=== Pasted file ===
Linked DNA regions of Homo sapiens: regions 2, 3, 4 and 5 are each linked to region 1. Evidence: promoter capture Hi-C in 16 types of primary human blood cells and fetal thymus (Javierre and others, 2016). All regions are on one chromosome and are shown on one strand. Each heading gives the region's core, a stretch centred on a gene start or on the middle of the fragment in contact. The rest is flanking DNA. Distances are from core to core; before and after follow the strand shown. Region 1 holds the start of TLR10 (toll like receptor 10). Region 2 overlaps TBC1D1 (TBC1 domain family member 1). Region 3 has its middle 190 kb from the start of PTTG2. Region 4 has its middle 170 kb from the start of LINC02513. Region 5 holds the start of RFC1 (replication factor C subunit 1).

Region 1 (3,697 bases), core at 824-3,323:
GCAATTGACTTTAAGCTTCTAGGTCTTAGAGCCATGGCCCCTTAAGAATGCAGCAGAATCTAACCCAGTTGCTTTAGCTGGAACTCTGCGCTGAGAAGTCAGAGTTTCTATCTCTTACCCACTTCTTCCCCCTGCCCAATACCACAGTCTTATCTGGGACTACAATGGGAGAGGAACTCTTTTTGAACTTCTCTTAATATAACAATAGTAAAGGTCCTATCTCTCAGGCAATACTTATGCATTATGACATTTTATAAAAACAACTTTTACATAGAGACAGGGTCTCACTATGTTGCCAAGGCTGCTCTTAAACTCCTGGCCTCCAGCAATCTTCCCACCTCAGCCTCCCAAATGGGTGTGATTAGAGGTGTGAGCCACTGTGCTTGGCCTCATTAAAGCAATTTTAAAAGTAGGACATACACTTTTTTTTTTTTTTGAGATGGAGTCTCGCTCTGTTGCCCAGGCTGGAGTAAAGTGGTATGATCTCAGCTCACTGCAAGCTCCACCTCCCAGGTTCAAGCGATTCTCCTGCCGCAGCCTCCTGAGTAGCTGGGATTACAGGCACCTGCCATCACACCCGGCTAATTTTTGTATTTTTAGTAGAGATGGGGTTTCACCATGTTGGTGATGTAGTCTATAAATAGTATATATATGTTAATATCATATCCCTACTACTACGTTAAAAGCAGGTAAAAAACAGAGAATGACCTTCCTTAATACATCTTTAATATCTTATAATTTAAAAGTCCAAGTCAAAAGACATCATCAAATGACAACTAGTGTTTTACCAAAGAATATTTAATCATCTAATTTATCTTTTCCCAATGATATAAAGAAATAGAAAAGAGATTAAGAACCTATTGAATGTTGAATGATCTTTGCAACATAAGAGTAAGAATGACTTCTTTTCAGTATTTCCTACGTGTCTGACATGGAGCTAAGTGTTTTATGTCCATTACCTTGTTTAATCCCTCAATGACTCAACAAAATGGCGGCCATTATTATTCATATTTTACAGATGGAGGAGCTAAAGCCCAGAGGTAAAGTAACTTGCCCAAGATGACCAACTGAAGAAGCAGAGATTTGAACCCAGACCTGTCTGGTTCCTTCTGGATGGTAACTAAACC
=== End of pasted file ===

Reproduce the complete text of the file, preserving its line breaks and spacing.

Linked DNA regions of Homo sapiens: regions 2, 3, 4 and 5 are each linked to region 1. Evidence: promoter capture Hi-C in 16 types of primary human blood cells and fetal thymus (Javierre and others, 2016). All regions are on one chromosome and are shown on one strand. Each heading gives the region's core, a stretch centred on a gene start or on the middle of the fragment in contact. The rest is flanking DNA. Distances are from core to core; before and after follow the strand shown. Region 1 holds the start of TLR10 (toll like receptor 10). Region 2 overlaps TBC1D1 (TBC1 domain family member 1). Region 3 has its middle 190 kb from the start of PTTG2. Region 4 has its middle 170 kb from the start of LINC02513. Region 5 holds the start of RFC1 (replication factor C subunit 1).

Region 1 (3,697 bases), core at 824-3,323:
GCAATTGACTTTAAGCTTCTAGGTCTTAGAGCCATGGCCCCTTAAGAATGCAGCAGAATCTAACCCAGTTGCTTTAGCTGGAACTCTGCGCTGAGAAGTCAGAGTTTCTATCTCTTACCCACTTCTTCCCCCTGCCCAATACCACAGTCTTATCTGGGACTACAATGGGAGAGGAACTCTTTTTGAACTTCTCTTAATATAACAATAGTAAAGGTCCTATCTCTCAGGCAATACTTATGCATTATGACATTTTATAAAAACAACTTTTACATAGAGACAGGGTCTCACTATGTTGCCAAGGCTGCTCTTAAACTCCTGGCCTCCAGCAATCTTCCCACCTCAGCCTCCCAAATGGGTGTGATTAGAGGTGTGAGCCACTGTGCTTGGCCTCATTAAAGCAATTTTAAAAGTAGGACATACACTTTTTTTTTTTTTTGAGATGGAGTCTCGCTCTGTTGCCCAGGCTGGAGTAAAGTGGTATGATCTCAGCTCACTGCAAGCTCCACCTCCCAGGTTCAAGCGATTCTCCTGCCGCAGCCTCCTGAGTAGCTGGGATTACAGGCACCTGCCATCACACCCGGCTAATTTTTGTATTTTTAGTAGAGATGGGGTTTCACCATGTTGGTGATGTAGTCTATAAATAGTATATATATGTTAATATCATATCCCTACTACTACGTTAAAAGCAGGTAAAAAACAGAGAATGACCTTCCTTAATACATCTTTAATATCTTATAATTTAAAAGTCCAAGTCAAAAGACATCATCAAATGACAACTAGTGTTTTACCAAAGAATATTTAATCATCTAATTTATCTTTTCCCAATGATATAAAGAAATAGAAAAGAGATTAAGAACCTATTGAATGTTGAATGATCTTTGCAACATAAGAGTAAGAATGACTTCTTTTCAGTATTTCCTACGTGTCTGACATGGAGCTAAGTGTTTTATGTCCATTACCTTGTTTAATCCCTCAATGACTCAACAAAATGGCGGCCATTATTATTCATATTTTACAGATGGAGGAGCTAAAGCCCAGAGGTAAAGTAACTTGCCCAAGATGACCAACTGAAGAAGCAGAGATTTGAACCCAGACCTGTCTGGTTCCTTCTGGATGGTAACTAAACC